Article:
Joinerville Area Colleges and Scholarships

Schools in and around Joinerville


Joinerville is an unincorporated community in East Texas. It is located in western Rusk County, Texas, United States.

Joinerville is seven miles west of the City of Henderson, Texas. It was originally called Cyril, and then Miller or Miller Schoolhouse until 1930, when the name was officially changed to "Joinerville" to honor a prominent oilman who discovered the world's largest oilfield (the East Texas Oil Field) just a couple of miles away. The community is also located near the site of a former Cherokee Indian village.

During the oil-boom years that followed 1930, men and families flocked to East Texas to find work in the oilfields and Joinerville's population shot up to 1,500. During the 1930s, the community that had been nothing more than a sleepy farm town, now had thirty-five businesses and a brand new post office (established in 1931 with Esther L. Berry as the first postmistress). However, by 1940, new oil production had already peaked and the town's population quickly dropped to just 500. Over the decade that followed, the number of residents continued its downward spiral to 350 and the number of reported businesses dropped to just four. After a slight upswing during the 1950s and 1960s, the population again fell greatly. From 1980 through 2000, Joinerville reported just 140 residents and four businesses.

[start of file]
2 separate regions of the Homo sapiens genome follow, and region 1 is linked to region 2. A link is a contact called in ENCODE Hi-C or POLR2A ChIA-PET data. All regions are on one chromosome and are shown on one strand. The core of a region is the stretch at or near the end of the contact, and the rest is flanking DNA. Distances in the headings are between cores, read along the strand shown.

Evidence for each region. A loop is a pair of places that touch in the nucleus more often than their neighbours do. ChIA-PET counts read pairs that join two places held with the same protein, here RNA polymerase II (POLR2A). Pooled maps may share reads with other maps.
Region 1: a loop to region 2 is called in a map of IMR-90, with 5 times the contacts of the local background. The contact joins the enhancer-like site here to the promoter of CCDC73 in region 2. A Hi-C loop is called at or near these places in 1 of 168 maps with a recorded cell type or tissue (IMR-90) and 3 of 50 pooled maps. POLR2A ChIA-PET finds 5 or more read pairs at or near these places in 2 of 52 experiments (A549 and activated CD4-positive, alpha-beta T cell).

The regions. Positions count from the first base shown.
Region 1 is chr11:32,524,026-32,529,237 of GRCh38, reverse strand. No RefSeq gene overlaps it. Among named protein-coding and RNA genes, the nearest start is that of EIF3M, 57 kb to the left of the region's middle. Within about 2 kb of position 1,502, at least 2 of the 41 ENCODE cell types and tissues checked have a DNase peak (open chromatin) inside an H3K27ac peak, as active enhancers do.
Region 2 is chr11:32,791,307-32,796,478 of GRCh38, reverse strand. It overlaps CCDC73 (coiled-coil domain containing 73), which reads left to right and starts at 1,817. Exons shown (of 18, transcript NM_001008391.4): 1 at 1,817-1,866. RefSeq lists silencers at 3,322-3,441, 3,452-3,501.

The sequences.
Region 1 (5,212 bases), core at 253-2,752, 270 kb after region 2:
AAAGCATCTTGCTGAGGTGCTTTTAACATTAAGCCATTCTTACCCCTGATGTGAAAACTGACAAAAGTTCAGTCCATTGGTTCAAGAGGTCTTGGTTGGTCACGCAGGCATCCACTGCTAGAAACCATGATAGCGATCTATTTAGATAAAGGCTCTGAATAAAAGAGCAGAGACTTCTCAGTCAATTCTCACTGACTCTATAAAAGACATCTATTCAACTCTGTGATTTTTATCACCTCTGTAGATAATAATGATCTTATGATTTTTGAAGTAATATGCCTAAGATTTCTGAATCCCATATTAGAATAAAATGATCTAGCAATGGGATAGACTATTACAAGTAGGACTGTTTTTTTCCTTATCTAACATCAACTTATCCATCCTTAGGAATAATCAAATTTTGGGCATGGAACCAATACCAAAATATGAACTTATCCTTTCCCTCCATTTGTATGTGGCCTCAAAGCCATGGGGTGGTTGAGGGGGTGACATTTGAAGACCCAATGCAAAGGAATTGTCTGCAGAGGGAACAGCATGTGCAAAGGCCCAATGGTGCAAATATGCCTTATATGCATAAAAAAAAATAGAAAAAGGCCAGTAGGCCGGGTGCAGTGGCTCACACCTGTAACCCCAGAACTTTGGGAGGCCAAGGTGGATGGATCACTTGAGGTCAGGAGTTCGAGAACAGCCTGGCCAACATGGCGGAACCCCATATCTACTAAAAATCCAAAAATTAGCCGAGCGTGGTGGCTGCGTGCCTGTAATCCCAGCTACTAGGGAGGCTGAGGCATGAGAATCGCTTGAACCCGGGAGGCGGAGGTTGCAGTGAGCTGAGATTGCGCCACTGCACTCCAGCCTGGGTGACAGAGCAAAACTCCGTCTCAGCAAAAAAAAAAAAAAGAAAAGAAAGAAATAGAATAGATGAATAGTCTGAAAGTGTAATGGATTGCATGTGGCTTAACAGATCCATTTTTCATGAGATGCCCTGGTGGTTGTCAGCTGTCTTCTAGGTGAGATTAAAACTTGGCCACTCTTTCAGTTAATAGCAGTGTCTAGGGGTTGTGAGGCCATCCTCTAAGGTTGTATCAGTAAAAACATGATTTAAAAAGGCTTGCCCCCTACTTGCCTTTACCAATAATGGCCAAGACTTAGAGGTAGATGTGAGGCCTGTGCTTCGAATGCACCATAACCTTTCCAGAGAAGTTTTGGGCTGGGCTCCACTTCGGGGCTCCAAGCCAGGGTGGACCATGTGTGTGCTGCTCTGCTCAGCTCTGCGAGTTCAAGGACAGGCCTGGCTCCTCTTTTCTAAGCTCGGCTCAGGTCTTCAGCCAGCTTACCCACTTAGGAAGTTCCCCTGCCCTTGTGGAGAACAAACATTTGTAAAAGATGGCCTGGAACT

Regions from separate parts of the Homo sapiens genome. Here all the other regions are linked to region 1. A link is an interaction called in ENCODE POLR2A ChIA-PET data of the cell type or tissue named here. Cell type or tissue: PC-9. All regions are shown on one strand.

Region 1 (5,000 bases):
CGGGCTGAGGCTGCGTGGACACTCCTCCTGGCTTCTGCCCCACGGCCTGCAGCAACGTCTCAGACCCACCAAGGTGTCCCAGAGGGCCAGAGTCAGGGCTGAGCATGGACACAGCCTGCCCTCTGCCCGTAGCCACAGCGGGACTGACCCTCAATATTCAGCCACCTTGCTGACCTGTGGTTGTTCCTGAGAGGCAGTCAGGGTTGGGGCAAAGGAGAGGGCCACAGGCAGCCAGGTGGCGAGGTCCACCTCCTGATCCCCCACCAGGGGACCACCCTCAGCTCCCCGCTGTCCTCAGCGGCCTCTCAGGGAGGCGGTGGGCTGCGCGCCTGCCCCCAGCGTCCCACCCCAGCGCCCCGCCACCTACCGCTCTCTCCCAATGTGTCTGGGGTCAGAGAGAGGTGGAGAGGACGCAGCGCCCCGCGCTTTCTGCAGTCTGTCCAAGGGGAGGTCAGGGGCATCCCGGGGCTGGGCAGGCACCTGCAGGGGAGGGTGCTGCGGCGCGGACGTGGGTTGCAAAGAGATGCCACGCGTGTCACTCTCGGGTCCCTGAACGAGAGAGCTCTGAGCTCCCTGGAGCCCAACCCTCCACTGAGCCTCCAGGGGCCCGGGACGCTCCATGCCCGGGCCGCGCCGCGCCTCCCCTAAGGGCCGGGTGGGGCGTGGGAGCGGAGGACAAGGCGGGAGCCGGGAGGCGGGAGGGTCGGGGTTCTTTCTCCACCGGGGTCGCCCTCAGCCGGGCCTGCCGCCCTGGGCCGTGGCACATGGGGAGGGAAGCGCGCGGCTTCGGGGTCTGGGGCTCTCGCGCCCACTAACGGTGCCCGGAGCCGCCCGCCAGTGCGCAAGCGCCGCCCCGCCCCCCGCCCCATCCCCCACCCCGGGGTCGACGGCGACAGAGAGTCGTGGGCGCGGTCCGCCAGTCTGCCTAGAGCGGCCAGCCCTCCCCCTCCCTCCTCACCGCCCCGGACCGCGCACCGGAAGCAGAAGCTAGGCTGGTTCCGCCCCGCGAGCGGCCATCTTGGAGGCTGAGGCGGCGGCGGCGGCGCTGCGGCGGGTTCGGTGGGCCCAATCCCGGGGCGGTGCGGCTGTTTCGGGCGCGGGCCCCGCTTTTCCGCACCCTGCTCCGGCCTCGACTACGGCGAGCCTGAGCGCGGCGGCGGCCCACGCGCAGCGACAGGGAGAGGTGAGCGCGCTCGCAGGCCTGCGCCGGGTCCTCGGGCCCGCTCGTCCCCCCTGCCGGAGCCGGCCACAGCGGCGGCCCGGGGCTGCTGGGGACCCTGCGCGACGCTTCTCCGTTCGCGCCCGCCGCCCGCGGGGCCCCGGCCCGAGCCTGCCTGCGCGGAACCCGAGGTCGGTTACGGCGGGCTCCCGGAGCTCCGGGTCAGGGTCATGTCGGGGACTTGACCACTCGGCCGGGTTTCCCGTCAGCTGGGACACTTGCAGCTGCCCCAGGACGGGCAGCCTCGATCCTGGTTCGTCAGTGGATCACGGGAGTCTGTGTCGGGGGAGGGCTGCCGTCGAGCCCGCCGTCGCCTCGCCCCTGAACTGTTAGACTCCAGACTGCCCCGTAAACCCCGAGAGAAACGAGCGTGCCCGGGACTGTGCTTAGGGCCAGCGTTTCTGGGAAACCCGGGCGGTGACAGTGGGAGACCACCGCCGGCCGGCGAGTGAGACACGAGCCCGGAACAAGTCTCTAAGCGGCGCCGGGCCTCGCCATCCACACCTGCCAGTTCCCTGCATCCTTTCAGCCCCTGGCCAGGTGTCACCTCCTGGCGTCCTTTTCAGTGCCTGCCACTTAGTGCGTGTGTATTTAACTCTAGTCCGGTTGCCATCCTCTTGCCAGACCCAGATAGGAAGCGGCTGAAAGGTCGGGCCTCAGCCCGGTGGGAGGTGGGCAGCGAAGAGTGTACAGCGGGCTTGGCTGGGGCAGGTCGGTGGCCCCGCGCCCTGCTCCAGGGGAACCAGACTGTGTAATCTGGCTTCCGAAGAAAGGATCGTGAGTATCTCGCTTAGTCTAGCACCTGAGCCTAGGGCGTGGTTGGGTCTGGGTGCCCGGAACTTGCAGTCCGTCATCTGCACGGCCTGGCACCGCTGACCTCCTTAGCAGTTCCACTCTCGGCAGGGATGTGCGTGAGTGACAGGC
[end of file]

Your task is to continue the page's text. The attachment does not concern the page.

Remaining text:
By 1950, while the existing oil wells continued to pump 20 years after discovery of the oilfield (many still pumping to this day), the need to drill new wells had long passed. With work drying up, most of the families who had lived and worked side-by-side for more than a decade left Joinerville.

Over the span of 20 years, Joinerville had exploded from nothing more than a speck on the map, to a boom-town, and back. Most all of the old buildings from its heyday are long gone and all that remains are pastures and memories of a time when Joinerville mattered, not just to Texas but, because of World War II, the world. Oil was needed in large quantities to support the war effort and East Texas could produce it.

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